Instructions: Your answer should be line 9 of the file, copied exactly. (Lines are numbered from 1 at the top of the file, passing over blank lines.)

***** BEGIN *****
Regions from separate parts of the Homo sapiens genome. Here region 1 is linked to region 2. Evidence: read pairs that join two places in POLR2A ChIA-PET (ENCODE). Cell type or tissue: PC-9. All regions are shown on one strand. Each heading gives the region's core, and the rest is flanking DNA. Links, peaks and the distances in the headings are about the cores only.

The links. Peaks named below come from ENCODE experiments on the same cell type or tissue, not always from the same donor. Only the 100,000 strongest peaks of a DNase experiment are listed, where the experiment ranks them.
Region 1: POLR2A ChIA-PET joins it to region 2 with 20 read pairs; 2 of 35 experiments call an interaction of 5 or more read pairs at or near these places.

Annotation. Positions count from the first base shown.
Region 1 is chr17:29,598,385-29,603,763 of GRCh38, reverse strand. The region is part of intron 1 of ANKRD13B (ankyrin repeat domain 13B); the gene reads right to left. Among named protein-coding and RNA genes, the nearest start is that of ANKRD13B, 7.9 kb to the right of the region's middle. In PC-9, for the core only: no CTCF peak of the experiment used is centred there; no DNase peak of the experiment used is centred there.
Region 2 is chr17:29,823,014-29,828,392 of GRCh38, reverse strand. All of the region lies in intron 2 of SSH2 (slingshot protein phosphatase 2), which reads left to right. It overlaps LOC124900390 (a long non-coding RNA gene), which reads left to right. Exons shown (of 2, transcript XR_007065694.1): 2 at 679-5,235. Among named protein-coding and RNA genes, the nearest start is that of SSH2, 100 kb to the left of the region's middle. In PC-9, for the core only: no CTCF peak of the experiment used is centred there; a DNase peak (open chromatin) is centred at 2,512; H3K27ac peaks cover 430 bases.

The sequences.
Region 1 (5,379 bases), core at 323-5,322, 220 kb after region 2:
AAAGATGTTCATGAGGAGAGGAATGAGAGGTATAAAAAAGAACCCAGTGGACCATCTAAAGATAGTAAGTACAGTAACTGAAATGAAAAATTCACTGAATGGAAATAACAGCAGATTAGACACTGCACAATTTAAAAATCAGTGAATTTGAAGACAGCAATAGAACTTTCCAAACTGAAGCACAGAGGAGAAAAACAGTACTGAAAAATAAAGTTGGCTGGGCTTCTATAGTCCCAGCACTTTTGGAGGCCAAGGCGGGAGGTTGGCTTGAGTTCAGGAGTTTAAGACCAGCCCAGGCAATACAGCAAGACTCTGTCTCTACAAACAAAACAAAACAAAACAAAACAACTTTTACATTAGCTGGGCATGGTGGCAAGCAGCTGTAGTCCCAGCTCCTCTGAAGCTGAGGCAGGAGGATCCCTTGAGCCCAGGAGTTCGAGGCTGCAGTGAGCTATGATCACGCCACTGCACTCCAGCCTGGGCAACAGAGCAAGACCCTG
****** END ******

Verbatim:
AAAGATGTTCATGAGGAGAGGAATGAGAGGTATAAAAAAGAACCCAGTGGACCATCTAAAGATAGTAAGTACAGTAACTGAAATGAAAAATTCACTGAATGGAAATAACAGCAGATTAGACACTGCACAATTTAAAAATCAGTGAATTTGAAGACAGCAATAGAACTTTCCAAACTGAAGCACAGAGGAGAAAAACAGTACTGAAAAATAAAGTTGGCTGGGCTTCTATAGTCCCAGCACTTTTGGAGGCCAAGGCGGGAGGTTGGCTTGAGTTCAGGAGTTTAAGACCAGCCCAGGCAATACAGCAAGACTCTGTCTCTACAAACAAAACAAAACAAAACAAAACAACTTTTACATTAGCTGGGCATGGTGGCAAGCAGCTGTAGTCCCAGCTCCTCTGAAGCTGAGGCAGGAGGATCCCTTGAGCCCAGGAGTTCGAGGCTGCAGTGAGCTATGATCACGCCACTGCACTCCAGCCTGGGCAACAGAGCAAGACCCTG